For hundreds of years, the beauty, grandeur, spirituality and spectacle of the Wye Valley has been a source of inspiration to authors, poets and painters.
The Napoleonic Wars prevented the young scions of the aristocracy from travelling to Europe for their "Grand Tour" - so alternatives were sought closer to home. The Revd. William Gilpin published a guide book in 1872, for the Wye Tour, and from that moment on, Tintern was on the tourist map. But even before then, it is believed that the author, Henry Fielding (1707-1754) wrote his famous novel, "Tom Jones" whilst staying at Tintern Manor House, now known as The Hospice. Thomas Cray (1716-1771) also visited and wrote about the area.
Many of the Romantic Poets mention the Valley in their work - Coleridge (1772-1834) described the Wyndcliff as "the whole world imaged in its vast circumference". The beauty and naturalness of the Valley appealed to the Pantheistic beliefs of the Romantics, and William Wordsworth (1770-1850) immortalized Tintern in his "Lines composed a few miles above Tintern Abbey" after visiting the area with his sister Dorothy on the 13th July 1798. Robert Southey (1774-1843), another of the Romantics also visited.
The artist, William Turner (1775-1851) was another visitor and he painted spectacular views of Tintern Abbey.
And we must not forget the artists and engravers who illustrated those early nineteenth century books about Tintern, and who have preserved for us those early (but still recognisable) views of the village.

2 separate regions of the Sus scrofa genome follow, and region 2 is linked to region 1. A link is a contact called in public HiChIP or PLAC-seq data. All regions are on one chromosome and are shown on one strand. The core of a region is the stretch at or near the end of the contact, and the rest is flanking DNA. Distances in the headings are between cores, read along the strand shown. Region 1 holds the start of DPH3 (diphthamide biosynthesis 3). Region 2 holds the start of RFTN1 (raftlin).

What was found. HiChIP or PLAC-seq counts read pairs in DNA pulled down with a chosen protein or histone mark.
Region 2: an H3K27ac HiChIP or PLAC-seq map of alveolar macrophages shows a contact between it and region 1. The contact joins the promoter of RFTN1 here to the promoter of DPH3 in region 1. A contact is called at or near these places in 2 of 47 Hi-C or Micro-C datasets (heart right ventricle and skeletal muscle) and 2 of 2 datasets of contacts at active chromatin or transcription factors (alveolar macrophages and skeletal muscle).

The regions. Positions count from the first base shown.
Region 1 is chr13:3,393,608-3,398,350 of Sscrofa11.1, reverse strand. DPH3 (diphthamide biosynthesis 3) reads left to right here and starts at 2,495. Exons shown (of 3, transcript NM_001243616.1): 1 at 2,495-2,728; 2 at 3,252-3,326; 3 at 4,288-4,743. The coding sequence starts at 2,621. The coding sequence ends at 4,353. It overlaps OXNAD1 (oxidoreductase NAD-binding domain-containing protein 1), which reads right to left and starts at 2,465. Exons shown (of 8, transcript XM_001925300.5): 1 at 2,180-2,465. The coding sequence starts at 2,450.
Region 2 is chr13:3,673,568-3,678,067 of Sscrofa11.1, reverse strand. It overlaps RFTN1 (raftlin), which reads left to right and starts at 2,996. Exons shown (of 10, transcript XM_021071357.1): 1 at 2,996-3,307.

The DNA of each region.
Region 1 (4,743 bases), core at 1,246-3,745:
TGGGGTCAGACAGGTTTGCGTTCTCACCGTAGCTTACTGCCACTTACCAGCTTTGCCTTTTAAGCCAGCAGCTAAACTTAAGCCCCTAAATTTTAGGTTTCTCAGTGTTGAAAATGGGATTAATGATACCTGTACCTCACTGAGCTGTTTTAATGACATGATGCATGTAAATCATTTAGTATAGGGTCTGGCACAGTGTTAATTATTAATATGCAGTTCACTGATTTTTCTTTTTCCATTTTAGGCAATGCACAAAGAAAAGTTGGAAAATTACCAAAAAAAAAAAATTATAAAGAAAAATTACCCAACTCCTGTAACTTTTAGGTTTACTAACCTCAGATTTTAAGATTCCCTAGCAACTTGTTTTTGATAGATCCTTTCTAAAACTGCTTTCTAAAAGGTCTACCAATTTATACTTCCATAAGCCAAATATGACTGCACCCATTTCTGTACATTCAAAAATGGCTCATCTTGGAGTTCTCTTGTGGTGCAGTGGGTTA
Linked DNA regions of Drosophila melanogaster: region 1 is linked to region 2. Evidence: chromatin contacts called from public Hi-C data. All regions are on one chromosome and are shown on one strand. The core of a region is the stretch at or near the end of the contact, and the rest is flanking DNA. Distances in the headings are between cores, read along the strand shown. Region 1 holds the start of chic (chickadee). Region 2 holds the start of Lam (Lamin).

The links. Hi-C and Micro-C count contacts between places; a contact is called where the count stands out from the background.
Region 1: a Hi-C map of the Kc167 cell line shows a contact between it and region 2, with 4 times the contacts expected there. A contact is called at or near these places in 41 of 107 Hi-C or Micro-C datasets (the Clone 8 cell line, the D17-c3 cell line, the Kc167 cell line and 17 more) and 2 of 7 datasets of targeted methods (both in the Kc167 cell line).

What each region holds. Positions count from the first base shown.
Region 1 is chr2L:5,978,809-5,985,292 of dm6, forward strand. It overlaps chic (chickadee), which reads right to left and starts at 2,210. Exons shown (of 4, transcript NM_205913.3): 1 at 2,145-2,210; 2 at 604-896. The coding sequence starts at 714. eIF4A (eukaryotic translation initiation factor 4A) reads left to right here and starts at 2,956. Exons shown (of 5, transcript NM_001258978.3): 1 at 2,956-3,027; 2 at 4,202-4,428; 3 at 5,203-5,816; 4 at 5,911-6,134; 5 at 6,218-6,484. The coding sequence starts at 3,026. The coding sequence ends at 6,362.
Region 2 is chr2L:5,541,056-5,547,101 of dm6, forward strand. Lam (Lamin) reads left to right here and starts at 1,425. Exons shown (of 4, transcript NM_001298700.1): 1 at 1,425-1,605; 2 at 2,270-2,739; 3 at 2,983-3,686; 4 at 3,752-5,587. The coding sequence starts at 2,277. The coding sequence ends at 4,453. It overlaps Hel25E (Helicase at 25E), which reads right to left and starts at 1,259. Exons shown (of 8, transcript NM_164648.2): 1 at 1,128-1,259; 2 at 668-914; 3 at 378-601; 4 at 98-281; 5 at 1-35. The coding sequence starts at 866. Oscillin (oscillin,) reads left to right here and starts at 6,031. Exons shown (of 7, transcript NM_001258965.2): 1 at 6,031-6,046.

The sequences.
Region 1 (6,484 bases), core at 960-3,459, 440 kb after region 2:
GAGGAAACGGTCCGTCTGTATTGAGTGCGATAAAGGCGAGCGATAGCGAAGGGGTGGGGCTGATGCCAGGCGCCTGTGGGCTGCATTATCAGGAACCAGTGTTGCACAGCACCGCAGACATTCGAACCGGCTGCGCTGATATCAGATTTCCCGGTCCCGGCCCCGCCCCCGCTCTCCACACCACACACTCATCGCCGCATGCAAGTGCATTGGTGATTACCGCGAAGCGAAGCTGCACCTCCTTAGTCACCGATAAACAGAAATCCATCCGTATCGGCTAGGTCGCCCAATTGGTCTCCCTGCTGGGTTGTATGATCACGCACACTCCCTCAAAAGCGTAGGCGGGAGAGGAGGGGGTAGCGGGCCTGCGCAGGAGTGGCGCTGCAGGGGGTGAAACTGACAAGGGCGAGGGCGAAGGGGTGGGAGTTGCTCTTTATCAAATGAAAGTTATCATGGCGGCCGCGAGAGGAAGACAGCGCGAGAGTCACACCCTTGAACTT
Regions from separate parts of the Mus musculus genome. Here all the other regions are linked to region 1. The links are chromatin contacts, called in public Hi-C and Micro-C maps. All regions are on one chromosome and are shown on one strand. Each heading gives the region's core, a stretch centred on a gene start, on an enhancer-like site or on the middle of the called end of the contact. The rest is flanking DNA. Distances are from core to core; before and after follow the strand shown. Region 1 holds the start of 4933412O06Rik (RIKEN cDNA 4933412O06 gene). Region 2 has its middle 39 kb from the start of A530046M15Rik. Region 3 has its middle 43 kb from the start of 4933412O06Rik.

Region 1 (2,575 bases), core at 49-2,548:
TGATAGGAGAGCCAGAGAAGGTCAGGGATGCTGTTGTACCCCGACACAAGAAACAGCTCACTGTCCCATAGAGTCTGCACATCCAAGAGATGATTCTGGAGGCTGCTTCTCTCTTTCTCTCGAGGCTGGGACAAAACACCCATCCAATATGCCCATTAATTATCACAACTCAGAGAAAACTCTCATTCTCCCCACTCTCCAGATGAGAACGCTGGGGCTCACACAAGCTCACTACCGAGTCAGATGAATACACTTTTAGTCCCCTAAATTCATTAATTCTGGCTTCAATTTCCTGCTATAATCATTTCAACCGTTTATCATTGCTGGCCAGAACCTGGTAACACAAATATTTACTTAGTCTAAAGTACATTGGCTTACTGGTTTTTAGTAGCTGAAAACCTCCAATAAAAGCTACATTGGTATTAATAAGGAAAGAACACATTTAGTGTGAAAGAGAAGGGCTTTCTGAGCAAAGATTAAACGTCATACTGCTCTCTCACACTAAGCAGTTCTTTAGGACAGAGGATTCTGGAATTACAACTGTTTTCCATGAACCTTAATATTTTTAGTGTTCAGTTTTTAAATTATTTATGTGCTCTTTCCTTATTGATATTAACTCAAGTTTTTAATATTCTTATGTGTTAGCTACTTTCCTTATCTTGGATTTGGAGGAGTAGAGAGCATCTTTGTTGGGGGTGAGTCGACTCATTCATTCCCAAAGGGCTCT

But not all the writers were visitors. Some lived locally, like Edward Davies of Chepstow, who described the Tintern Wire Works :
"Black Forges smoke and noisy hammers beat,
Where sooty Cyclops, puffing, drink and sweat;
Confront the curling flames, nor back retire,
But live, like salamanders, in the fire."
A more recent twentieth century local author, Ivor Waters, also from Chepstow, wrote many books about the area he lived in, (beautifully illustrated by his wife Mercedes) and his books are a valuable source to the local historian.
The former church of the Tintern Abbey gatehouse, St.Annes, became, in the nineteenth century, the home of John Loraine Baldwin. Not only was he a founder member of the I Zingari Cricket Club, he was also an authority on whist, and wrote a book called "Laws of Short Whist". He died in 1896, and his funeral was, by Tintern standards, a spectacular affair, with the nobility attending and wreaths sent by Royalty.
After the Great War, Donald Henry Floyd came to live in Tintern at "The Woodlands". He painted many local views and his work, today, is very collectable.